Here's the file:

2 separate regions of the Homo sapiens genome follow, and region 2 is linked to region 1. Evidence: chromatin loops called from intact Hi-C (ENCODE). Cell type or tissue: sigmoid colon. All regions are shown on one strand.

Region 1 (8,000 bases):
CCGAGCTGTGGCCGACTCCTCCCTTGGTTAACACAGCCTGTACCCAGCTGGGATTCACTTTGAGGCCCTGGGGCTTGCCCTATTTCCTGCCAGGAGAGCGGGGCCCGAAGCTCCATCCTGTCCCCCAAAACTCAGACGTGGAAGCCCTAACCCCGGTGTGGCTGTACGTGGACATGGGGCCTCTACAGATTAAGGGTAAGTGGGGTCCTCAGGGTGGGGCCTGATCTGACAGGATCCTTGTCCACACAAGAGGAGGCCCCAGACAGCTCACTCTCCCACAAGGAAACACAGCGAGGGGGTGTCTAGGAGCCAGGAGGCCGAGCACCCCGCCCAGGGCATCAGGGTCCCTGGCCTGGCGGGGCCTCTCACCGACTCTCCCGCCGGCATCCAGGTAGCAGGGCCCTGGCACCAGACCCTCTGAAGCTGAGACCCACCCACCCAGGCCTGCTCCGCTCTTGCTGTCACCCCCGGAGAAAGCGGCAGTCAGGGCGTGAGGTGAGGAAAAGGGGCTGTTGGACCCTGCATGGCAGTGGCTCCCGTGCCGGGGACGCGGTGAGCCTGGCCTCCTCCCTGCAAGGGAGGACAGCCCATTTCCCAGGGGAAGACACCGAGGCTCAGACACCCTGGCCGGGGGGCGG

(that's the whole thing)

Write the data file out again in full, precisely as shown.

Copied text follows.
2 separate regions of the Homo sapiens genome follow, and region 2 is linked to region 1. Evidence: chromatin loops called from intact Hi-C (ENCODE). Cell type or tissue: sigmoid colon. All regions are shown on one strand.

Region 1 (8,000 bases):
CCGAGCTGTGGCCGACTCCTCCCTTGGTTAACACAGCCTGTACCCAGCTGGGATTCACTTTGAGGCCCTGGGGCTTGCCCTATTTCCTGCCAGGAGAGCGGGGCCCGAAGCTCCATCCTGTCCCCCAAAACTCAGACGTGGAAGCCCTAACCCCGGTGTGGCTGTACGTGGACATGGGGCCTCTACAGATTAAGGGTAAGTGGGGTCCTCAGGGTGGGGCCTGATCTGACAGGATCCTTGTCCACACAAGAGGAGGCCCCAGACAGCTCACTCTCCCACAAGGAAACACAGCGAGGGGGTGTCTAGGAGCCAGGAGGCCGAGCACCCCGCCCAGGGCATCAGGGTCCCTGGCCTGGCGGGGCCTCTCACCGACTCTCCCGCCGGCATCCAGGTAGCAGGGCCCTGGCACCAGACCCTCTGAAGCTGAGACCCACCCACCCAGGCCTGCTCCGCTCTTGCTGTCACCCCCGGAGAAAGCGGCAGTCAGGGCGTGAGGTGAGGAAAAGGGGCTGTTGGACCCTGCATGGCAGTGGCTCCCGTGCCGGGGACGCGGTGAGCCTGGCCTCCTCCCTGCAAGGGAGGACAGCCCATTTCCCAGGGGAAGACACCGAGGCTCAGACACCCTGGCCGGGGGGCGG